Stage I Collaboration Award Winner: Anna Lenoard


Summary:

Evaluation of duraplasty surgical intervention on intrathecal pressure in a clinically relevant large animal model of traumatic spinal cord injury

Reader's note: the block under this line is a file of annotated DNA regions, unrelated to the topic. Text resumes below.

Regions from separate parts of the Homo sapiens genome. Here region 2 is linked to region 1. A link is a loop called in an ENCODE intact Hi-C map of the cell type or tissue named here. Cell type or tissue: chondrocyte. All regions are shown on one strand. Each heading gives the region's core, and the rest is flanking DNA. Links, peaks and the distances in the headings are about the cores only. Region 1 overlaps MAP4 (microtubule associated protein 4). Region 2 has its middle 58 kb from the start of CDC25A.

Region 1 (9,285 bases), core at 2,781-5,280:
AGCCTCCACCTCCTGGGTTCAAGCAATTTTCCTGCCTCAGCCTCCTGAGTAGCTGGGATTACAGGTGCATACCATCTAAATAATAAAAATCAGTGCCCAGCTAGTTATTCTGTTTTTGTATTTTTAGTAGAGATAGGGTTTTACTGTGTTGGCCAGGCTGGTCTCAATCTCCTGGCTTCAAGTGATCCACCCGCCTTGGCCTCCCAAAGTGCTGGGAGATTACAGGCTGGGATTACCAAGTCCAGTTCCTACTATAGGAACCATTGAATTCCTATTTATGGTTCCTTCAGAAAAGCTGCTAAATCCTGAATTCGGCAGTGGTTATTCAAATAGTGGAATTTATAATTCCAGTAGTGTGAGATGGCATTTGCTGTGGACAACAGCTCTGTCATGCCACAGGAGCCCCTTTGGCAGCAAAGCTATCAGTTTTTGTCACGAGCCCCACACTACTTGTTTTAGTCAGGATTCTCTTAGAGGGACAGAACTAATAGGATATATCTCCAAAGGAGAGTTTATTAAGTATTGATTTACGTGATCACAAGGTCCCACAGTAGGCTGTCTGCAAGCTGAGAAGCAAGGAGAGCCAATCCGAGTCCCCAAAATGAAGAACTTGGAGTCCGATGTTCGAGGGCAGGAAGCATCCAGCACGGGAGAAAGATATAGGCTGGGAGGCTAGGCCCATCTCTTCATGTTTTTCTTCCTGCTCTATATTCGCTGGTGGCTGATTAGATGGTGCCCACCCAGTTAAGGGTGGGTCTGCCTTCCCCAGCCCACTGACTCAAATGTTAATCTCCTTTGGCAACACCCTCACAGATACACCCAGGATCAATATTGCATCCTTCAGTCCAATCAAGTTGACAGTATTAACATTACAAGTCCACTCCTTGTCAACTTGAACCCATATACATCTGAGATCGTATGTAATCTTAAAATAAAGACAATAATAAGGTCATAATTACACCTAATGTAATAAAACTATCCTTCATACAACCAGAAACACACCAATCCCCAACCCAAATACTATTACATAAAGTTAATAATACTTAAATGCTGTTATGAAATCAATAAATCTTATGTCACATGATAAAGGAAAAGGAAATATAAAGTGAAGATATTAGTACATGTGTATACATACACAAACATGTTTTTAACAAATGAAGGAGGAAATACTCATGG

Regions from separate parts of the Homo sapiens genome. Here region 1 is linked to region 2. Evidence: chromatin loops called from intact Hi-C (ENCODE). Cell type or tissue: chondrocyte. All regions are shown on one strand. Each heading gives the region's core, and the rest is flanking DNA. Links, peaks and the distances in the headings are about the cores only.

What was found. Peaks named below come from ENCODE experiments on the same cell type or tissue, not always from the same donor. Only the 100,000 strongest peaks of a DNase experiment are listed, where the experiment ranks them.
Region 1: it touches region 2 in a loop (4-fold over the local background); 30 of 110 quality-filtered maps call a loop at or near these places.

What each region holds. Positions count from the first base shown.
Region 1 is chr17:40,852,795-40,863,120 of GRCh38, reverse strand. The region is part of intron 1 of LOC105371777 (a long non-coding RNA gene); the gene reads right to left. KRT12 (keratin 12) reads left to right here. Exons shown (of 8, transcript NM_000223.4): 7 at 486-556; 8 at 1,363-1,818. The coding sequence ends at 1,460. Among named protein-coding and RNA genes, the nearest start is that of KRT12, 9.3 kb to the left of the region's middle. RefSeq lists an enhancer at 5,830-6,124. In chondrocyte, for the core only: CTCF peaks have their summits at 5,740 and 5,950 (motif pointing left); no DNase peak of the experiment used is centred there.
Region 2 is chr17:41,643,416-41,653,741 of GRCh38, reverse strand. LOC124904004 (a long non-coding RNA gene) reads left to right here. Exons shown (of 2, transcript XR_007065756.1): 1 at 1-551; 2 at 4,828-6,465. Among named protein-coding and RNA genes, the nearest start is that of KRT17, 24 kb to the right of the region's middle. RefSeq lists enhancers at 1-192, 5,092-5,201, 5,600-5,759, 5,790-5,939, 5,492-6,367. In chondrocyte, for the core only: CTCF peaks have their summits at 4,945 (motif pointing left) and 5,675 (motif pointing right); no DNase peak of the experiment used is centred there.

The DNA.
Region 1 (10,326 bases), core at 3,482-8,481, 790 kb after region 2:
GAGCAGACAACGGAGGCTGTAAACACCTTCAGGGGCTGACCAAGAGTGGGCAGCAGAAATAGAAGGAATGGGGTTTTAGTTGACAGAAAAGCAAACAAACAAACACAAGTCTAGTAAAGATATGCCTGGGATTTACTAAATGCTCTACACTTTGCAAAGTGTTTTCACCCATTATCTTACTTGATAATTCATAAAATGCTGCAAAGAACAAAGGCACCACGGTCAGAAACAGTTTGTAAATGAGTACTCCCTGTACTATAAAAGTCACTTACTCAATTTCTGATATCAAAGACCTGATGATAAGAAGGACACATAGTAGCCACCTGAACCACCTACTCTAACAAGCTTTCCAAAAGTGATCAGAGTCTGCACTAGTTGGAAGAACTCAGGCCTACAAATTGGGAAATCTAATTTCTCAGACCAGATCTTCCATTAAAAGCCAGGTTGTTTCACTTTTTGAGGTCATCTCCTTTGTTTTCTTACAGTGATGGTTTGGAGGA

Following traumatic spinal cord injury (SCI), secondary injury processes occur that can last for days to weeks beyond the primary trauma. Spinal cord edema (swelling) develops rapidly and can remain increased for weeks. Edema is thought to contribute to raised intrathecal pressure (ITP) which results in reduced vascular perfusion, starving the spinal cord tissue of important nutrients, contributing to increased tissue damage, and manifesting as greater functional deficits. Currently, acute surgical intervention, namely ‘reduction’ and ‘decompression’, involves realigning the spinal column and removing any bone fragments compressing the spinal cord. However, these procedures do not address the potential for the cord to swell up against the relatively inelastic dura mater. Duraplasty and surgical expansion of the dura may allow the spinal cord to swell beyond the normal dural restrictions, and thus reduce or eliminate ITP elevation. This study will use a clinically relevant sheep model of contusion SCI to investigate the effect of duraplasty on ITP, edema, and tissue survival following traumatic SCI. This new large animal model will be an important preclinical tool, and due to its scale will provide experimental results most likely to be translatable to the clinical environment. The multidisciplinary approach combining expertise in neuroscience, biomedical engineering, and neurosurgery, will provide an excellent understanding of the scientific field, rigorous research design and application, expert engineered experimental modelling, and surgical, monitoring and imaging techniques that are clinically relevant and readily translatable.  

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